Sunday, 16 August 2009

A note on lists and blogging

Here’s an interesting observation that I thought about developing (but ended up excising) from my paper on blogging. Walter Ong refers to “the noetic significance of tables and lists, of which the calendar is one example. Writing makes such apparatus possible. Indeed, writing was in a sense invented largely to make something like lists: by far most of the earliest writing we know” serves this purpose (Orality and Literacy, 98-99).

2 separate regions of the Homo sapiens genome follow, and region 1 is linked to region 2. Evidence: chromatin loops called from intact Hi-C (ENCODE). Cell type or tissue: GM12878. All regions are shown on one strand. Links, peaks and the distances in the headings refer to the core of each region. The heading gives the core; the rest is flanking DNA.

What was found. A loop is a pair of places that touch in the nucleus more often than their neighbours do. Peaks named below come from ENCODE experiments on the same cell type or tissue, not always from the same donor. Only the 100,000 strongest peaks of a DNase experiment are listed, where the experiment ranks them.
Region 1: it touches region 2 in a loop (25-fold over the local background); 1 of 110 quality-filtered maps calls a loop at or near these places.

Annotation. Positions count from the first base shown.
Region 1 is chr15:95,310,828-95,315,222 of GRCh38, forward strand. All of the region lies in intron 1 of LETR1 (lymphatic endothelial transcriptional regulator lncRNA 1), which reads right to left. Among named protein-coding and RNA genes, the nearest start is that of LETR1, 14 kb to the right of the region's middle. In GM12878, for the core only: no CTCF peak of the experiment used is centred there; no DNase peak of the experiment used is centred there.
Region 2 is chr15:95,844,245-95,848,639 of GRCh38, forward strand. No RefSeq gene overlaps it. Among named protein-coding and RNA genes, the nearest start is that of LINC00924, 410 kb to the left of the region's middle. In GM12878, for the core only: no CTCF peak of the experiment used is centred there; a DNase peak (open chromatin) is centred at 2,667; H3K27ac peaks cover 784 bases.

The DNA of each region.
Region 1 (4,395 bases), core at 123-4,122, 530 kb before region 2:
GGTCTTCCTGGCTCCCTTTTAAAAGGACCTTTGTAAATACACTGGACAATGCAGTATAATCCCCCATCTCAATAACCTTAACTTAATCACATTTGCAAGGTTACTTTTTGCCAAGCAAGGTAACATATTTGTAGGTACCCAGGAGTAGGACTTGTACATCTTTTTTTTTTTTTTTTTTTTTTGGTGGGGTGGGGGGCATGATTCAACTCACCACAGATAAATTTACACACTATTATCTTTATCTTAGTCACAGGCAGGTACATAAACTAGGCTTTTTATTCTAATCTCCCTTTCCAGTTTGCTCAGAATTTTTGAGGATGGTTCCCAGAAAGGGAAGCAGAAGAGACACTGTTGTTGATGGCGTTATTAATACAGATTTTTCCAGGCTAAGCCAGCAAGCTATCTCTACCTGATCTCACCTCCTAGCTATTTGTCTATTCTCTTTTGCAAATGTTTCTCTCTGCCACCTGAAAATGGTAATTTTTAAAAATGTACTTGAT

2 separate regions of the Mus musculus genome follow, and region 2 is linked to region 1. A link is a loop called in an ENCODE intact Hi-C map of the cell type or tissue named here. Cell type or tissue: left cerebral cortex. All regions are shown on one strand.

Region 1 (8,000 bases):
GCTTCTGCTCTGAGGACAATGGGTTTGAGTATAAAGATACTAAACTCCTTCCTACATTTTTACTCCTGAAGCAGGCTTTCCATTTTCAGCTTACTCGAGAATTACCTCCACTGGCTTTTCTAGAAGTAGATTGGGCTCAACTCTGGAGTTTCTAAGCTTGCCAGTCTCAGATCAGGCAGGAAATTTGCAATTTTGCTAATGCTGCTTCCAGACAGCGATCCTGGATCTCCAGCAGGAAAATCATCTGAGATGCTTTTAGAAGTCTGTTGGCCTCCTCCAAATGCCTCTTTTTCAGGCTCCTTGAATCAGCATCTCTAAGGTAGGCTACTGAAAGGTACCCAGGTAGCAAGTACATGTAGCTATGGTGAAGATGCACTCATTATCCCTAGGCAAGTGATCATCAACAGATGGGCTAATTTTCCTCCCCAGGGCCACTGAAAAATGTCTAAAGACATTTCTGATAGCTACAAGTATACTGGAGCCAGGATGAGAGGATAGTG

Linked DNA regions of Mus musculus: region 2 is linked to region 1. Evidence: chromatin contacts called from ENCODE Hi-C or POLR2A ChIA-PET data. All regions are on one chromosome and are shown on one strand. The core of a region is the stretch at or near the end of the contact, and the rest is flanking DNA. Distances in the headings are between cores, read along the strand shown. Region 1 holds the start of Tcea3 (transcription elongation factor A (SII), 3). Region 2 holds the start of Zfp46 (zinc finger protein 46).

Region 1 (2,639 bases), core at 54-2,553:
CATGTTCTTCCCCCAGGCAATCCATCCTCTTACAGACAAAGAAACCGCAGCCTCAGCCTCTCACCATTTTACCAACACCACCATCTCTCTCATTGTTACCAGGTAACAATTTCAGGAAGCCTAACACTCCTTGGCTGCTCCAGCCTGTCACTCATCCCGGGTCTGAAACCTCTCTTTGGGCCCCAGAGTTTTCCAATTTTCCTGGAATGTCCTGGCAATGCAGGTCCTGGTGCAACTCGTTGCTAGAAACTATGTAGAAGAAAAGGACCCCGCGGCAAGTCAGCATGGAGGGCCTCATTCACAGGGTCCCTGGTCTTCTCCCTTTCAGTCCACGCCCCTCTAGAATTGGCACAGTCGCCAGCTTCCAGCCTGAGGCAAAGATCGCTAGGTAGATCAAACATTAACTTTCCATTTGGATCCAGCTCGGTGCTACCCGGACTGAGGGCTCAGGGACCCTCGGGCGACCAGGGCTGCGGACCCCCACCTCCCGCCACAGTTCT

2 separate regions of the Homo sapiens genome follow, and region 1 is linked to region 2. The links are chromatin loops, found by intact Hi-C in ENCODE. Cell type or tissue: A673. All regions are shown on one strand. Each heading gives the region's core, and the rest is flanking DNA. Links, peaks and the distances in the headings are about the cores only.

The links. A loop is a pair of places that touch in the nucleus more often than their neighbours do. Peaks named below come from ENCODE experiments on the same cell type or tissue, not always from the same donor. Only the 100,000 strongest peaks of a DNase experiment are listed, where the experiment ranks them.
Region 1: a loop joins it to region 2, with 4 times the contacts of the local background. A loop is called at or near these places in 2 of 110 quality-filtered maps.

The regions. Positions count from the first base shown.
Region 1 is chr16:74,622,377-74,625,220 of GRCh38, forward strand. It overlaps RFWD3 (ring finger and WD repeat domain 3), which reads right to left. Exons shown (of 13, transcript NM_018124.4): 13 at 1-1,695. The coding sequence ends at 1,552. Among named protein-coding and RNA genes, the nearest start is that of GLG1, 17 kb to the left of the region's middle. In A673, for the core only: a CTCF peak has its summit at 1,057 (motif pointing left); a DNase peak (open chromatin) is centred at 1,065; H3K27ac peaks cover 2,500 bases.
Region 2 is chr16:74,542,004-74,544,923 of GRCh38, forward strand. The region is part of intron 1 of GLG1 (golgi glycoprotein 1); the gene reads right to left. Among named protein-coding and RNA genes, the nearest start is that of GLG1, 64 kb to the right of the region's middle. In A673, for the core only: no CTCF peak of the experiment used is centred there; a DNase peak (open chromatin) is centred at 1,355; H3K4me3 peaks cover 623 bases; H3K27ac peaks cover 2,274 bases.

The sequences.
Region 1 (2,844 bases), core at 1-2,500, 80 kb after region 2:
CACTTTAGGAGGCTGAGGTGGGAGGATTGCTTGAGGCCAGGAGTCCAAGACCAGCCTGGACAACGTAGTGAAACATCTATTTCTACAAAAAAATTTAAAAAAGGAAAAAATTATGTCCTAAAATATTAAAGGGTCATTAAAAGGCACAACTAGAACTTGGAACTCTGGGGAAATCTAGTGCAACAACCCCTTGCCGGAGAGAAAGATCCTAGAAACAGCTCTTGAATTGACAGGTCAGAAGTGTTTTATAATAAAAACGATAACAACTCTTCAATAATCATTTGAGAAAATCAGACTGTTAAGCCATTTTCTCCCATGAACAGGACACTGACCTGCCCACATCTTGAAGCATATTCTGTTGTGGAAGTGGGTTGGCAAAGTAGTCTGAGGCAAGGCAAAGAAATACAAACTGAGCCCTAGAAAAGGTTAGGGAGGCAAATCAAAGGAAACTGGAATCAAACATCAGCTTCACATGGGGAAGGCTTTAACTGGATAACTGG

Lists are an important part of blogging discourse. Before I began blogging, I never used to compile lists of any kind. Nowadays, blogging has shaped my thought-patterns in such a way that I often catch myself (almost unintentionally) creating all sorts of mental lists and categorisations. I usually resist the temptation to blog such lists, since I tend to feel that mere list-making represents a regrettable trivialisation of language. But it’s interesting to reflect that technologies of writing may have originally been developed for the express purpose of making lists.

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